Rather than always go back to the same sources, I thought it was time to look for new windows on what's happening in Tokyo and Japan.
Which is how I stumbled upon Tokyo Beer and Blog which brings together once a month Locals and Expats Alike for Beer and Conversation with a touch of geekyness.
Their May get together took place May 28 at The Pink Cow in Shibuya which looks like a funky place (see picture above, from their site).
The Tokyo Chapter of InterNations, a community for global minds which I joined recently was also part of the mix.
I discovered Tokyo Beer and Blog thanks to Jim Grisanzio's Photo Report on the April event.
Beer, Expats, Books, Good Deeds, Community on the menu of Tokyo Thursdays # 89
Previously: Farming as the New Punk Rock in Japan
Eager to learn how to turn a hog into edible treats such as pâtés, salami, prosciutto join the crew at the award winning Fatted Calf Charcuterie at Oxbow Public Market in Napa for a Basic Pig Butchery Part I.
You will learn amongst other things how to make your own sausage.
The class is on June 20th, costs $125 per person and includes lunch, some wine and your share of the sausage project.
When I think Choucroute I think beer.
A Chicago temple to all things pig, the Publican, offers Beer Dinners with a focus on local brewers and local food on the last Sunday of each month.
The 4 course dinner costs $45 with an additional $20 for beer pairing.
The latest event (in May) was with Jolly Pumpkin from Dexter (Great Lakes, Michigan) according to their notes.
I learned from the Interview of Brewmaster Ron Jeffries (Drink Craft Beer) that Jolly Pumpkin produce only oak aged beers.
Pigging on Wednesday.
Who is Lloyd Cole some of you might ask?
Back in the 80's, Lloyd Cole and The Commotions were popular fixtures of the British Pop charts...
Mr. Cole's lyrics tended to be heavy on literary references so I did not expect him to share beer tasting notes in his European Beer Report (May 16, 2009), what Lloyd Cole drinks while on tour in Europe.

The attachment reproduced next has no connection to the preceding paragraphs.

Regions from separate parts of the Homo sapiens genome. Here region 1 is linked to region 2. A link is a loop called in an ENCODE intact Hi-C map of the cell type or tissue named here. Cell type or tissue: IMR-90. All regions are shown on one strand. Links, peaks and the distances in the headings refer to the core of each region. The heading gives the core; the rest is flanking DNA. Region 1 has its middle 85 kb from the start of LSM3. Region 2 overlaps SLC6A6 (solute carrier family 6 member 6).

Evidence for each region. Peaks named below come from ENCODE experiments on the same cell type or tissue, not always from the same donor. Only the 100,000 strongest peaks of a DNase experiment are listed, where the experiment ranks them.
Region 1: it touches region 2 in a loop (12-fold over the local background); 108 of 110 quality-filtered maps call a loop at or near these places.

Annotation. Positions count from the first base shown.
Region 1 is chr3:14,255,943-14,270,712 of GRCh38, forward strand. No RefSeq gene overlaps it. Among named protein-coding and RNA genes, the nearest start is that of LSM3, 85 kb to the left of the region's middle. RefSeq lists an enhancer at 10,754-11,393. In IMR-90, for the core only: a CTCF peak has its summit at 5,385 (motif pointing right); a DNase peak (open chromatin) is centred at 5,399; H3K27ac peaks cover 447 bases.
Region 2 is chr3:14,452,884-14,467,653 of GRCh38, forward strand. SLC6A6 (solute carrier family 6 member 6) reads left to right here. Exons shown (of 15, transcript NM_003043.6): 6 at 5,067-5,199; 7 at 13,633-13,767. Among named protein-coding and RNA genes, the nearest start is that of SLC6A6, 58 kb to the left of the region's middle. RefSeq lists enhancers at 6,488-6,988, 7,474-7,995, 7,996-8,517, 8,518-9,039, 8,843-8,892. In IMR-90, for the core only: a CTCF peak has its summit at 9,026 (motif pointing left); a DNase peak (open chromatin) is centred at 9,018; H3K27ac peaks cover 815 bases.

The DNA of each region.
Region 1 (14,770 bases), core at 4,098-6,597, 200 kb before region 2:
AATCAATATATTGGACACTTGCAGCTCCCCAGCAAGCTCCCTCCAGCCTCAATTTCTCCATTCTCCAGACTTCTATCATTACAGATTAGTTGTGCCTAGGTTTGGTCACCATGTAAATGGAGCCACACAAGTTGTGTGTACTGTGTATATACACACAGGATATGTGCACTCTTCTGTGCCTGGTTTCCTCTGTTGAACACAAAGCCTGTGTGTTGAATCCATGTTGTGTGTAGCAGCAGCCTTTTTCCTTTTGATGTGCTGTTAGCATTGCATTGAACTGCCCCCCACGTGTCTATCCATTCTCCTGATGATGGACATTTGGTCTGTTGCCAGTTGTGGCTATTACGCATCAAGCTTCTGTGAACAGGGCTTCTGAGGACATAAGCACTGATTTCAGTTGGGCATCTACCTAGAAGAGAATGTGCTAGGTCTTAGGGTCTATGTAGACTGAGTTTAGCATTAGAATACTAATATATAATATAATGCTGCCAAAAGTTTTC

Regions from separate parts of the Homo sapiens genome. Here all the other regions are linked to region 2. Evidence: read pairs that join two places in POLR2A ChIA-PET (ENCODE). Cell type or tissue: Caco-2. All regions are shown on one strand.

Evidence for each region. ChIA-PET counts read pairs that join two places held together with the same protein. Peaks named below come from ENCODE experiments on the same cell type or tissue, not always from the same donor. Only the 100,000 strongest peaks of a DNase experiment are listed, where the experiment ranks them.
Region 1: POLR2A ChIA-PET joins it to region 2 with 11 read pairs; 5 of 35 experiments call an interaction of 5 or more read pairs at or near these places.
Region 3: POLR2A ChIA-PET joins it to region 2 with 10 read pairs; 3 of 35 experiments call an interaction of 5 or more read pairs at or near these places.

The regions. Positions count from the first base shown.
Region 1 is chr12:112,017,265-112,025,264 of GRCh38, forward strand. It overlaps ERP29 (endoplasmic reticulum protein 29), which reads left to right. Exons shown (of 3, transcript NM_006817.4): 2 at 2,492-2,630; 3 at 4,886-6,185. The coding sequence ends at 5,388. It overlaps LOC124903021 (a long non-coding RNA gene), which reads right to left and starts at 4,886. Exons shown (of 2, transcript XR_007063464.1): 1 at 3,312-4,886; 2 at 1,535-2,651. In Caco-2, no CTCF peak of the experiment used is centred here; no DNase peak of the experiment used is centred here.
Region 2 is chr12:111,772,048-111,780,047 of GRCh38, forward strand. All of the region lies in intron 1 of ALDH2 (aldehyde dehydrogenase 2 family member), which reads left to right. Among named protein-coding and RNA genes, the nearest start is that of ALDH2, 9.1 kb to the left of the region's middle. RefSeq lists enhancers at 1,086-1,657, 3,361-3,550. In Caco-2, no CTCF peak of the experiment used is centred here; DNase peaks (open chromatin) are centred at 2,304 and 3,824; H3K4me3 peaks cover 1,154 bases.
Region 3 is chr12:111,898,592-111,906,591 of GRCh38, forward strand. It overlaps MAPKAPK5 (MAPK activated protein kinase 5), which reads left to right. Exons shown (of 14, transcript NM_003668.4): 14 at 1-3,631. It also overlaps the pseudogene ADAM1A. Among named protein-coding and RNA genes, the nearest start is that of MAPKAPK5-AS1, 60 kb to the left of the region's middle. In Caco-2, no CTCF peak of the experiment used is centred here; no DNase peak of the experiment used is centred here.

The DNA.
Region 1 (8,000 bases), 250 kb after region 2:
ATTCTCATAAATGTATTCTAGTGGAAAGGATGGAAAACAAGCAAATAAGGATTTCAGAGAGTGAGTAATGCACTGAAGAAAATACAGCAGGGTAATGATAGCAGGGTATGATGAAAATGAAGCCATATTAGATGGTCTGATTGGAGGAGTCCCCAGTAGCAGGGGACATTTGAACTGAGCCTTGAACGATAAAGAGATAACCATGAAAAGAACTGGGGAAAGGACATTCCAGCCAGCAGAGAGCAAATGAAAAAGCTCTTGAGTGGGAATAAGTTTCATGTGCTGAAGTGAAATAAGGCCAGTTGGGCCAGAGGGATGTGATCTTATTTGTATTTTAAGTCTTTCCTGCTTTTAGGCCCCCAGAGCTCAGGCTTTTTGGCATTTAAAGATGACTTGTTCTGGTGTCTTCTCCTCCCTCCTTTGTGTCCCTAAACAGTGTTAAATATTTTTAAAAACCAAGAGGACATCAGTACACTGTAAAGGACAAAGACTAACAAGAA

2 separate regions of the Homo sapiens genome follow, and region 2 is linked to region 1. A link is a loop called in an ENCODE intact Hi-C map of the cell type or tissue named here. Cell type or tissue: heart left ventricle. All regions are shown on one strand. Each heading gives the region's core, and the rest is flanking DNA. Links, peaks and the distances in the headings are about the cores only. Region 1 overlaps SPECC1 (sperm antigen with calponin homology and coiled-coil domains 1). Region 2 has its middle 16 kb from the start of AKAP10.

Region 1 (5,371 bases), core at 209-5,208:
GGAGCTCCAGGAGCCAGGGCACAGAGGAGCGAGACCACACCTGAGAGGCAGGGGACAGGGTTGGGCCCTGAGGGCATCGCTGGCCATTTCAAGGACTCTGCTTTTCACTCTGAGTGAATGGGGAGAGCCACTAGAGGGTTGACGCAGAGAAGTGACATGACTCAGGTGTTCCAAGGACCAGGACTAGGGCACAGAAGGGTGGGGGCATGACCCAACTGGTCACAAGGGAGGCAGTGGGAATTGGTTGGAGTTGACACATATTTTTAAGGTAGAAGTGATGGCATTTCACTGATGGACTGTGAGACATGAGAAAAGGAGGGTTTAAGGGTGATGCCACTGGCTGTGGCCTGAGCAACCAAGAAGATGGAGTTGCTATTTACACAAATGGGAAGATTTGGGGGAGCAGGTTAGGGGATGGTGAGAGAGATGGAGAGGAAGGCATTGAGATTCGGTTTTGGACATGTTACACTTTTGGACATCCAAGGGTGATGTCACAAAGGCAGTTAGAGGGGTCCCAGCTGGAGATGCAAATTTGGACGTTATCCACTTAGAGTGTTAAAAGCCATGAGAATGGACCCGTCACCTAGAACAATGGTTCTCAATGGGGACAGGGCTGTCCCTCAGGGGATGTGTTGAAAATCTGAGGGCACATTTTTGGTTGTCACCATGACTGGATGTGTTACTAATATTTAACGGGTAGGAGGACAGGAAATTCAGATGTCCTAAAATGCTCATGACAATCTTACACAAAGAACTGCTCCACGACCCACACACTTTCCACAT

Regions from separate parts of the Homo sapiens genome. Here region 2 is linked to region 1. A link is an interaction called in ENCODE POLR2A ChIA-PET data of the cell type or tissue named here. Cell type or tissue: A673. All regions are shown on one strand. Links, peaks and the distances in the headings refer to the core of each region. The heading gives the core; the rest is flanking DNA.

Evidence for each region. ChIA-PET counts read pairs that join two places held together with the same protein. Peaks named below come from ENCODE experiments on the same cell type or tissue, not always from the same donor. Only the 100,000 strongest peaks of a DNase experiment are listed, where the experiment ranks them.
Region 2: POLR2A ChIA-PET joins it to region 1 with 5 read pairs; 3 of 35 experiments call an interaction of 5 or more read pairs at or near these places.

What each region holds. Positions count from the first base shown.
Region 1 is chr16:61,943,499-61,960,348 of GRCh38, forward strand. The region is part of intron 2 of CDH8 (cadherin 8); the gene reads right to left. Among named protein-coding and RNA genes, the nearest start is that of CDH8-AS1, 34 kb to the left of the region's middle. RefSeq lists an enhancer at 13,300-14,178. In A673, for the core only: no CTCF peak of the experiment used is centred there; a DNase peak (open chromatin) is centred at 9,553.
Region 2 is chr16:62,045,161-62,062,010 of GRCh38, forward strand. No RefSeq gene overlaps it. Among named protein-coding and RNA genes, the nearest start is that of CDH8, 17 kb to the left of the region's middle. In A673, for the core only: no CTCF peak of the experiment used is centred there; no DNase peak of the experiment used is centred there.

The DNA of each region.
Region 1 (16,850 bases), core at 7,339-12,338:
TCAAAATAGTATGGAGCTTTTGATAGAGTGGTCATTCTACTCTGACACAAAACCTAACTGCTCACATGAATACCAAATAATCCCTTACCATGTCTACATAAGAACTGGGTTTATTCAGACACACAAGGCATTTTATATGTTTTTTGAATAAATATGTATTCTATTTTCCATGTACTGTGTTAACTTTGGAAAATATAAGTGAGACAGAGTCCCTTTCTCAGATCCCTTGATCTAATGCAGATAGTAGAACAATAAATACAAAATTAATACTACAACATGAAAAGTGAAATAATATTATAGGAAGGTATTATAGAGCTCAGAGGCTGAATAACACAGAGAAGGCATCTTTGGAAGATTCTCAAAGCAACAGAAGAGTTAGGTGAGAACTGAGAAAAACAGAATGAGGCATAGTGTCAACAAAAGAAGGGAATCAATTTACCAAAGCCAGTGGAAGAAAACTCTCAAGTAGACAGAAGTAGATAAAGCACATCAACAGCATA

On a Spring 2009 trek, he found his favorite, Muller's Altbier brewed by Pinkus/Muller, in Munster (Germany).
Mrs. Beerbuzz seems to agree in Pinkus-Muller Brauerei: May the Beer-Force be with You (mybeerbuzz, January 2009)
I like their old fashioned label (does it say 1516).
As for the British creations, his 'favorite Northern Pint' comes from Timothy Taylor, a West Yorkshire brewer.
I would like to try their Landlord Beer (pictured above) just for its name.
A toast to Lloyd.
For many people, at least those with school age kids, summer is the time when changing homes, cities, states, countries happen.
Back in April 2007, I mentioned Earth Friendly Moving now renamed Rent a Green Box which provides part of California with a solution to the cardboard box waste (see video below).
They work in their area with Go Green Moving whose vehicles are powered by bio-diesel.
Ariel Schwartz In Eco-Friendly Moving Companies Rapidly Gaining Customers (Green Biz, January 2009) mentions Brooklyn's Movers Not Shakers and Santa Barbara's Movegreen.
I did find as well Green Van Lines in Texas.
Emily B. Hager took a look at some of these companies and services in Moving Day Without All the Waste (NY Times, January 2009).
On Earth Day 2008, Moishe's , a New York area Moving and Storage company announced it was going green.
The company also shares practical tips on their Moving Guide if you go local. Going abroad, check their Expat Central whose most recent story is Moving to Mexico (May 26, 2009).
I was pleasantly surprised to see Henkel share some best Green practices on Making Your Move with planning, recycling and waste prevention advice.
Planting seeds of green for Green Day # 78
One of my best decisions in a while was to drive on Sunday to Storm King, a sculpture park in Mountainville, New York (Hudson Valley).
The last leg to get there on Route 32 took us through a detour in the countryside due to the local Memorial Day Parade.
Once we reached Storm King there was ample parking.
The attendants were relaxed and friendly.
Towards the end of our tour, I heard one of them describe his first impressions of Storm King as a golf course where aliens had landed.
The aliens would be giant sculptures of course.
All types of materials are put to use from plastic, to metal to grass as in the Maya Lin installation.
Tires find a second life.
You climb a hill and stand in awe of the view.
This is one of these rare places where you can flex your mind and your muscles.
Playtime for Monday Work Etiquette # 91